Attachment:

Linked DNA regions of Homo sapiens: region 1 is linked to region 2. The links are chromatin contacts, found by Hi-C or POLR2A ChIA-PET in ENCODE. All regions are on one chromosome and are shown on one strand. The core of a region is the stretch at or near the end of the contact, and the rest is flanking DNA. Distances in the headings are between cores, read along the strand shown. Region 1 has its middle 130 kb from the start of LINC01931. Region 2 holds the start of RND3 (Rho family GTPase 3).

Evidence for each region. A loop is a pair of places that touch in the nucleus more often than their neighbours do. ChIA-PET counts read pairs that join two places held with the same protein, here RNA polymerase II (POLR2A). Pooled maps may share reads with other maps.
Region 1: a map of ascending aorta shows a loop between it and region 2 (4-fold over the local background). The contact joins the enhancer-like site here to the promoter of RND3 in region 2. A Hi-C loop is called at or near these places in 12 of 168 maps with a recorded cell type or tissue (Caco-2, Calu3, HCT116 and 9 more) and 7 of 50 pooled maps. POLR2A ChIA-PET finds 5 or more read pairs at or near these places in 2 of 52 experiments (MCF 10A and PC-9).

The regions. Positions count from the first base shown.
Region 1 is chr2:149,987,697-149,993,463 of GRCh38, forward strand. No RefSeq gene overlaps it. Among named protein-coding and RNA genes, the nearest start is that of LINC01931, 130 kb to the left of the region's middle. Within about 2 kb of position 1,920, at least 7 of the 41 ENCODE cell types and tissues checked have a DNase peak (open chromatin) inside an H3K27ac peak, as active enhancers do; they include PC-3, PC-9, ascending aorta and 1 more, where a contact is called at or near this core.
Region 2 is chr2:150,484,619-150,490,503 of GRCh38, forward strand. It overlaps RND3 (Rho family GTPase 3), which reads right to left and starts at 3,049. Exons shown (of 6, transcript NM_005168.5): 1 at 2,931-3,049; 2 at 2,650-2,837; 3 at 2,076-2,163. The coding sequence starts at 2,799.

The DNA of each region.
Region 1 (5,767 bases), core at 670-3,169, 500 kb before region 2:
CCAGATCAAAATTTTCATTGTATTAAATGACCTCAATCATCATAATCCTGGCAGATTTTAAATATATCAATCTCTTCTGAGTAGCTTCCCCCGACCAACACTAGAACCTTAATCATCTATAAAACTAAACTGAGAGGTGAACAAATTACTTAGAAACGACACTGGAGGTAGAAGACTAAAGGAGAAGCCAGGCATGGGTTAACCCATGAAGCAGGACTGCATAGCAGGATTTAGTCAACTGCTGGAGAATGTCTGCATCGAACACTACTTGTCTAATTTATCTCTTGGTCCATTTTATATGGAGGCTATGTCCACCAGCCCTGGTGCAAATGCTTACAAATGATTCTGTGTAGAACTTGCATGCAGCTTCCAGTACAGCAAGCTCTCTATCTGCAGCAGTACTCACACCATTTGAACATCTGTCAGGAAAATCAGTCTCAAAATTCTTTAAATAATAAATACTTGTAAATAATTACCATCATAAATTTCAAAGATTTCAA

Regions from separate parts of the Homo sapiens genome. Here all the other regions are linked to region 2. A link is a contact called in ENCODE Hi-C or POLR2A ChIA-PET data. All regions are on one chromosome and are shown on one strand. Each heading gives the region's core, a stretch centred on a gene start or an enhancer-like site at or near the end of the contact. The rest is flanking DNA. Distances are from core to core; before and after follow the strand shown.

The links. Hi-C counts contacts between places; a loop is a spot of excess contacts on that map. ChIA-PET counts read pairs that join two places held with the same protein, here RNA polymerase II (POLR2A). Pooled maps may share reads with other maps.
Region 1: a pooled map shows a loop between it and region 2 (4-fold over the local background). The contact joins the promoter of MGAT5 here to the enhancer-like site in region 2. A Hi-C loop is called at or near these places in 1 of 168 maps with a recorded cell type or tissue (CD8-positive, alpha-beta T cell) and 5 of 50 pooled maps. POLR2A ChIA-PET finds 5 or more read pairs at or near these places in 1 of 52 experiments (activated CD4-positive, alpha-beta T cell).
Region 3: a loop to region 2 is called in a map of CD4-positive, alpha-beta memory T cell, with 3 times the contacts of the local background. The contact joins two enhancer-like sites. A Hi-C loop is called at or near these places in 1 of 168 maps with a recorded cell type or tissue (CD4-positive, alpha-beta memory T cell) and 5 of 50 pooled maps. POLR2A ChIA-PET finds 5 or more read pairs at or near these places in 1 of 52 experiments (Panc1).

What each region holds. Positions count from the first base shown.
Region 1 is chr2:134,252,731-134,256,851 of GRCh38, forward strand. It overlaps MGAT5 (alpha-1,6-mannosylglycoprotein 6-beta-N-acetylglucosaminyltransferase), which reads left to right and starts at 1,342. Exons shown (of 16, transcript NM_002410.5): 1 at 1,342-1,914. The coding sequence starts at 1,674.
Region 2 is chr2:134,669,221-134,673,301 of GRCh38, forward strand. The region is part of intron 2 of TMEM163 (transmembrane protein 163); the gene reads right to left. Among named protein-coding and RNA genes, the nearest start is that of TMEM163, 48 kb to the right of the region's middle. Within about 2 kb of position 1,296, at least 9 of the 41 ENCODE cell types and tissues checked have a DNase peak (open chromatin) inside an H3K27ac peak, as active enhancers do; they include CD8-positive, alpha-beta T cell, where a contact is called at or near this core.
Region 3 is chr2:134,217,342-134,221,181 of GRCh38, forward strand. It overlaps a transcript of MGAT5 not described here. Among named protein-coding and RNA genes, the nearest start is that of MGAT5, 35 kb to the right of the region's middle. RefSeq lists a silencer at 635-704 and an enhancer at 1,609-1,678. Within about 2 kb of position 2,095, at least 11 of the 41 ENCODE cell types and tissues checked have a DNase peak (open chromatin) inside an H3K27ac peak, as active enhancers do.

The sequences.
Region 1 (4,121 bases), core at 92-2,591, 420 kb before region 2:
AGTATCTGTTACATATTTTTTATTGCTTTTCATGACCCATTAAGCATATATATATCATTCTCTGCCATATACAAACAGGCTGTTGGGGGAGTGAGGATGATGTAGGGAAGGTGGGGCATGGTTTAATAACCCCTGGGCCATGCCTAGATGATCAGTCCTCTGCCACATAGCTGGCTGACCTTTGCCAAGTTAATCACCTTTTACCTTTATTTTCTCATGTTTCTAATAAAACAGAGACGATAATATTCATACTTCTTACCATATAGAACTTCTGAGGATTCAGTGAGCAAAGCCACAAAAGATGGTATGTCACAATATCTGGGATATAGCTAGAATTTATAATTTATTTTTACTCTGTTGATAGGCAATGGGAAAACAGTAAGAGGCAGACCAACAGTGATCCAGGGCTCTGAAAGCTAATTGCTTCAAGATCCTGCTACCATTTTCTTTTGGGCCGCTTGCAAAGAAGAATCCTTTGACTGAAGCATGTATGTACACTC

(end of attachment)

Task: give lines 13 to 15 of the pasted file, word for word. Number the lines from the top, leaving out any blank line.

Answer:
Region 3: a loop to region 2 is called in a map of CD4-positive, alpha-beta memory T cell, with 3 times the contacts of the local background. The contact joins two enhancer-like sites. A Hi-C loop is called at or near these places in 1 of 168 maps with a recorded cell type or tissue (CD4-positive, alpha-beta memory T cell) and 5 of 50 pooled maps. POLR2A ChIA-PET finds 5 or more read pairs at or near these places in 1 of 52 experiments (Panc1).

What each region holds. Positions count from the first base shown.
Region 1 is chr2:134,252,731-134,256,851 of GRCh38, forward strand. It overlaps MGAT5 (alpha-1,6-mannosylglycoprotein 6-beta-N-acetylglucosaminyltransferase), which reads left to right and starts at 1,342. Exons shown (of 16, transcript NM_002410.5): 1 at 1,342-1,914. The coding sequence starts at 1,674.